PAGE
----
How to Shock Nightcrawlers Out of the Ground

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If you like to fish, you are probably in need of night crawlers. According to sport-fishing website Arizona Lake Fishing, "night crawlers are the tried-and-true fish bait that you can’t go fishing without." If you are tired of having to go to the store to buy bait, there is a good possibility that you have a personal bait store in your very own yard; to retrieve it, all you have to do is shock the night crawlers out of the ground.

Things You'll Need

  • Metal rod
  • Six-volt battery
  • Wire
  • Find a patch of healthy soil. According to an article on ecology.com, the USDA asserts that an acre of good farm soil in North America can be expected to have a population of 50,000 earthworms on average; in soils rich with organic matter there may be many more. If your first effort is unsuccessful, keep trying: there are bound to be some night crawlers in a healthy patch of soil.

  • Look for watery conditions. According to Arizona Lake Fishing, night crawlers are likely to surface if you water your lawn or if weather conditions have been rainy.

  • Search at night. Arizona Lake Fishing states that looking for night crawlers is best done when the sun is down; as you might guess from the name, they are found most easily at night.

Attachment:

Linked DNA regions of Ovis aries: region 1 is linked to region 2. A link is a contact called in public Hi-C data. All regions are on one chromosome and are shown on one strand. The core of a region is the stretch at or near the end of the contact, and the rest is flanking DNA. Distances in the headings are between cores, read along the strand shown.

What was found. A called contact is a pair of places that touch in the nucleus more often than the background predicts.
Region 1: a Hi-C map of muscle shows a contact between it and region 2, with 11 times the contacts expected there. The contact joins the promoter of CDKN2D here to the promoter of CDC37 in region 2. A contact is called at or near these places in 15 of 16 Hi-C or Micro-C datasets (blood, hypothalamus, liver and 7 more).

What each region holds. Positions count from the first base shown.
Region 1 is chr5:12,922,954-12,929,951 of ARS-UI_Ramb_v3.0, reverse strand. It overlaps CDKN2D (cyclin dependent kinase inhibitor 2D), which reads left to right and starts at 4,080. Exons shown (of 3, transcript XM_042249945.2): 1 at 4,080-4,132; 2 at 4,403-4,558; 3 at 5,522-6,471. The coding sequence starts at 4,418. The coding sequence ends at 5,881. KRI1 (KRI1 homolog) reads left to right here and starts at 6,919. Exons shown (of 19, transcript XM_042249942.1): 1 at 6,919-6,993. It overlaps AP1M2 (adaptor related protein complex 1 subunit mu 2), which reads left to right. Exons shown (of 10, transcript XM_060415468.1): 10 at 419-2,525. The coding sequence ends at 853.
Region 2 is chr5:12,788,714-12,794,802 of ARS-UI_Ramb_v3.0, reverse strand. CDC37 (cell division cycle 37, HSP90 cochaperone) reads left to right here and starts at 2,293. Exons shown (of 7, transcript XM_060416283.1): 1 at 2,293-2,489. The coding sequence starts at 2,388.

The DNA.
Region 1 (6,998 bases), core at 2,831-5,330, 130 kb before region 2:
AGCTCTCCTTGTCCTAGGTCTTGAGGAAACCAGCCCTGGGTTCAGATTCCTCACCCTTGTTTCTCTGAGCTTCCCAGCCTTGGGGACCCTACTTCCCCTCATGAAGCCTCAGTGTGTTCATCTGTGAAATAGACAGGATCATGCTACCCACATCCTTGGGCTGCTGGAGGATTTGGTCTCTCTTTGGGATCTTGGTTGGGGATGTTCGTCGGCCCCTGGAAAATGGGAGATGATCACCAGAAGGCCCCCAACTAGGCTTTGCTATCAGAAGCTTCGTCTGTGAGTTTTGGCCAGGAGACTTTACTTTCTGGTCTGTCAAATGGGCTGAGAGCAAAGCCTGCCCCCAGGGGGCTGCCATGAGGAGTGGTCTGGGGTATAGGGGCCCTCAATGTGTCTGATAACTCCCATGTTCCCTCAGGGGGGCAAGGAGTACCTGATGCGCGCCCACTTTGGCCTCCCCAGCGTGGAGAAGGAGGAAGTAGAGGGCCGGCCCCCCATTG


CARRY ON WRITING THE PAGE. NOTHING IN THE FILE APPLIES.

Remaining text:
• Bring a flashlight. You will need a source of light when you are hunting during night hours; it is best to use a red light because night crawlers are unable to see red light and will therefore not be startled.

  • Create a shocking tool. Tie one end of your wire to the top of your metal rod; tie the other end of the wire to the six-volt battery.

  • Shock the night crawlers. Place the bottom of your metal rod into the ground: this will send a mild surge of electricity into the soil to shock night crawlers out. Wait for them to surface and then pull them from the ground.

Tips & Warnings

  • Be gentle when pulling the night crawlers from the ground: tug gently until they are completely dislodged.
  • As a warning, Arizona Lake Fishing explains that "this technique does have problems and has been known to damage the worm’s nervous system which eventually kills the worm."

References

  • Photo Credit Jupiterimages/liquidlibrary/Getty Images
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